REVIEW: Godzilla (12a), (123 mins, Chichester Cineworld

Two massive dinosaur-like creatures nick a nuclear warhead from the US Navy and make a nest for it in the middle of San Francisco.

Even more bizarrely, it seems that an even bigger monster by the name of Godzilla might just be mankind’s only hope.




But maybe it’s best not to wonder why with this latest sci-fi epic. Maybe it’s best to just go with the flow, and what a flow it is: an excellently-crafted monster-thriller which sucks you in effortlessly for all you might be sitting there scratching your head. Presumably somewhere underneath the nonsense is some kind of allegory about our use and abuse of nuclear power. On the surface, though, is a cracking tale of beasties for whom sending out a nuclear sub is the equivalent of rattling the biscuit tin. They just love a nibble on something warm and radioactive. In fact, it’s what keep them going – much to the distress of US forces who discover that shooting at them with conventional weapons has all the effectiveness of lobbing a few snowballs.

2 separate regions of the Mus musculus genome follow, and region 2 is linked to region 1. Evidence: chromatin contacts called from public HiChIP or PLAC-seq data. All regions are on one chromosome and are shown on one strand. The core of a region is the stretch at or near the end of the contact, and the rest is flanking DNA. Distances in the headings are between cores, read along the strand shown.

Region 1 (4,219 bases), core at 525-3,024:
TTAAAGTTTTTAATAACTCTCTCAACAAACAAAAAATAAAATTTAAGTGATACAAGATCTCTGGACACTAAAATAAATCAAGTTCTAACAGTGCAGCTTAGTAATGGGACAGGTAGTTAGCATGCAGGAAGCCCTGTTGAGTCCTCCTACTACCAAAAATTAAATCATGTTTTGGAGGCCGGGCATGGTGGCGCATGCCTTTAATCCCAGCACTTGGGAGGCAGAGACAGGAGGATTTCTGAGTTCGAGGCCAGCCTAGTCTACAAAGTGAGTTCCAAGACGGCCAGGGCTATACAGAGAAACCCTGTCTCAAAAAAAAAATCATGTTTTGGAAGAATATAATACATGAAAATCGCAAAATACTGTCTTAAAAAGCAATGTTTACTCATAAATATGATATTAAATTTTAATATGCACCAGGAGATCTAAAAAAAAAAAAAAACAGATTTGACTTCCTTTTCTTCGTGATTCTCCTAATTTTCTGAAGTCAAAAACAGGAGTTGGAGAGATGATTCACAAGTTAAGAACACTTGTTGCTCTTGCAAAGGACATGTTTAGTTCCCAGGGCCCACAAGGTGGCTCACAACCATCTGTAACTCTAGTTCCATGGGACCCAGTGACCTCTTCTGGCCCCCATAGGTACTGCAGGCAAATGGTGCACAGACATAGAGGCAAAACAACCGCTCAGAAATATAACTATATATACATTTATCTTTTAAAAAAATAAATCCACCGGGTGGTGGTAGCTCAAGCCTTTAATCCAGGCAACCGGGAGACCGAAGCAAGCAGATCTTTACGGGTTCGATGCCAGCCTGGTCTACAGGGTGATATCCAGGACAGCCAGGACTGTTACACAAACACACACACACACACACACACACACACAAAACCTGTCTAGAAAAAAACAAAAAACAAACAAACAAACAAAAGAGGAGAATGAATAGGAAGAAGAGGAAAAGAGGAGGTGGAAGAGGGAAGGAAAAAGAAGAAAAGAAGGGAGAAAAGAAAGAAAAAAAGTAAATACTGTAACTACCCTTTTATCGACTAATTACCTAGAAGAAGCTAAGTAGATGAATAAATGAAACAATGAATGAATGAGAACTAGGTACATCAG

It’s pretty convoluted stuff involving dormant spores, trashed nuclear plants, lots of furrowed brows and plenty of bangs and crashes. And just possibly there are moments when it sags a little. Once you’ve seen one skyscraper flattened by a big beastie’s swishing tail, you probably you feel you’ve seen the lot. But those tails keep on swishing, not really through any particular nastiness; more a question of clumsiness on the grand scale.

But mostly the film, starring Juliette Binoche, Sally Hawkins, David Strathairn, Bryan Cranston and three uncredited monsters, is good fun – and hugely impressive, almost, almost making you believe what you’re watching.

Phil Hewitt